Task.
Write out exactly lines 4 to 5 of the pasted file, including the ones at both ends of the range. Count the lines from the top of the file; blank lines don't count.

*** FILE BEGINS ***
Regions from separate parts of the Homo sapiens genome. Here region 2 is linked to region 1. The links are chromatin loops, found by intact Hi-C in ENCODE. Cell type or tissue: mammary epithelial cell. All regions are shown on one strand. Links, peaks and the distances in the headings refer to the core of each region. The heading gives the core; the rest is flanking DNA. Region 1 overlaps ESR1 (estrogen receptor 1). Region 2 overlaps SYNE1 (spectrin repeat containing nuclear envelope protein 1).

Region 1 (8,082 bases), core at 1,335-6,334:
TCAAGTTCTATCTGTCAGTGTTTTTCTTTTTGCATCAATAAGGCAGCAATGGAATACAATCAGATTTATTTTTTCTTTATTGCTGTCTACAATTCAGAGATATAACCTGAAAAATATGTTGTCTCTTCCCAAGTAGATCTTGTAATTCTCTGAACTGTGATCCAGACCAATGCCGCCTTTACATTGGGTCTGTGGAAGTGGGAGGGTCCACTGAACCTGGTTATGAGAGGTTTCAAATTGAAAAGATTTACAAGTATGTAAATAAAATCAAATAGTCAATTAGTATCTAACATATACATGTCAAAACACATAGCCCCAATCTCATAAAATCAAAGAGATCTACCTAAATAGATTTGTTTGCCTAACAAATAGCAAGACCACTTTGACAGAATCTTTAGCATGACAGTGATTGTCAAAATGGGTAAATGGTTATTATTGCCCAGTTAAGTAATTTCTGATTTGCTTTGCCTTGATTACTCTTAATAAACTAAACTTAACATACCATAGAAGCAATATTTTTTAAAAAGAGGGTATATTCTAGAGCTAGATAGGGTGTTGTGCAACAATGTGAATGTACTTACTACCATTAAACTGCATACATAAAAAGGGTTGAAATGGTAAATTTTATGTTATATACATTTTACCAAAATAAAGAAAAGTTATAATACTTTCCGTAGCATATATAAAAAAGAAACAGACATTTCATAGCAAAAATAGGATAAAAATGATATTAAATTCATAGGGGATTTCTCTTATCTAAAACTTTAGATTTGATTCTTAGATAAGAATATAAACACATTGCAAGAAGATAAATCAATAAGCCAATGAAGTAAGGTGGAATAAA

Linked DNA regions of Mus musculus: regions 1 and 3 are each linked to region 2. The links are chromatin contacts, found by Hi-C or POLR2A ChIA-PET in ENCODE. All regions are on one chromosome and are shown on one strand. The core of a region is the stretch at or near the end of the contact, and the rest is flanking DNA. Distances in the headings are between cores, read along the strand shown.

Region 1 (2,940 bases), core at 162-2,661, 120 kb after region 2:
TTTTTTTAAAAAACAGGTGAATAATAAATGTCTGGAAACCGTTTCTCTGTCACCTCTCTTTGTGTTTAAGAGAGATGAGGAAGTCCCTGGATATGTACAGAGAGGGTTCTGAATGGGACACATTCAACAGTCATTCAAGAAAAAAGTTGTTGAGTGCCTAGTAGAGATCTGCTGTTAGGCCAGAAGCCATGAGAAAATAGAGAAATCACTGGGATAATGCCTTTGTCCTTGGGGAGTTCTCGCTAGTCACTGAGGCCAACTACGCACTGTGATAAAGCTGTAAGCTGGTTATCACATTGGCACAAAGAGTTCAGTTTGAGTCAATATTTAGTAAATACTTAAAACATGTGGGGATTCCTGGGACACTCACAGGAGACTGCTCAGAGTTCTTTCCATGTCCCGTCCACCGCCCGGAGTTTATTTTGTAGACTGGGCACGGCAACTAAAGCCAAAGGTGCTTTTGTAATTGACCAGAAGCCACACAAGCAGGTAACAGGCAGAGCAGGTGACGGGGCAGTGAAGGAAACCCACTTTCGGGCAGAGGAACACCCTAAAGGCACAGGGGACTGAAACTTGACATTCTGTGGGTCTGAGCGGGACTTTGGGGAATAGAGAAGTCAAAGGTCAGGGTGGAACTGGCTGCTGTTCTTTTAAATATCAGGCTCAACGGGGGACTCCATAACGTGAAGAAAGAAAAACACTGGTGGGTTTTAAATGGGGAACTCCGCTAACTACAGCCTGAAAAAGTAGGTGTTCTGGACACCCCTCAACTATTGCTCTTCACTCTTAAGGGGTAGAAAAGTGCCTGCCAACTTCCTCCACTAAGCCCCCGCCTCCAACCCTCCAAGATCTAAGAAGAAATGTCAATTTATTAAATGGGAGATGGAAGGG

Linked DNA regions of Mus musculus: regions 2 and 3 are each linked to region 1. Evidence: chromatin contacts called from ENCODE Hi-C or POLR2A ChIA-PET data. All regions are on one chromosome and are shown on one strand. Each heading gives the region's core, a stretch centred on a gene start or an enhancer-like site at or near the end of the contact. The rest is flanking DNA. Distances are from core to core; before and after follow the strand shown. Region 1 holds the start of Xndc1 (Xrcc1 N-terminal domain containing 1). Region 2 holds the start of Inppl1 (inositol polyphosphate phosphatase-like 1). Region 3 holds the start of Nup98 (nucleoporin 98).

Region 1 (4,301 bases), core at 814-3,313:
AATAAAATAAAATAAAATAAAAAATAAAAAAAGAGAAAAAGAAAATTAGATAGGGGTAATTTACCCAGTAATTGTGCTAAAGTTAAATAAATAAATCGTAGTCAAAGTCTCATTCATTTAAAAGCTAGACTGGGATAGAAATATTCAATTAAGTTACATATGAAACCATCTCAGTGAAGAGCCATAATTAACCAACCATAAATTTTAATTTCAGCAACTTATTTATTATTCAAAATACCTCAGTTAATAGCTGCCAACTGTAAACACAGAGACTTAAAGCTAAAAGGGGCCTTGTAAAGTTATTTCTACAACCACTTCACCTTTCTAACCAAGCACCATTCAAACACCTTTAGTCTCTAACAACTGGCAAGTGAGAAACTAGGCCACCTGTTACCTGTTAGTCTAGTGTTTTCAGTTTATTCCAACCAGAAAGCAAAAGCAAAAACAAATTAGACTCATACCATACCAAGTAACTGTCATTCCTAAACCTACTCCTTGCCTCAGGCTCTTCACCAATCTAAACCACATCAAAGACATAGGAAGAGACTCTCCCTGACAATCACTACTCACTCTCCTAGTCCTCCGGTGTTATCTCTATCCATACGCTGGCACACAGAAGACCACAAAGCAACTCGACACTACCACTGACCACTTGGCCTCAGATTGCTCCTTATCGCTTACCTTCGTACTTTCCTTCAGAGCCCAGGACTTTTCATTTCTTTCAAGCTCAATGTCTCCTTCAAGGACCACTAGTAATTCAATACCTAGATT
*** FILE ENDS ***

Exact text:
Linked DNA regions of Mus musculus: regions 1 and 3 are each linked to region 2. The links are chromatin contacts, found by Hi-C or POLR2A ChIA-PET in ENCODE. All regions are on one chromosome and are shown on one strand. The core of a region is the stretch at or near the end of the contact, and the rest is flanking DNA. Distances in the headings are between cores, read along the strand shown.

Region 1 (2,940 bases), core at 162-2,661, 120 kb after region 2: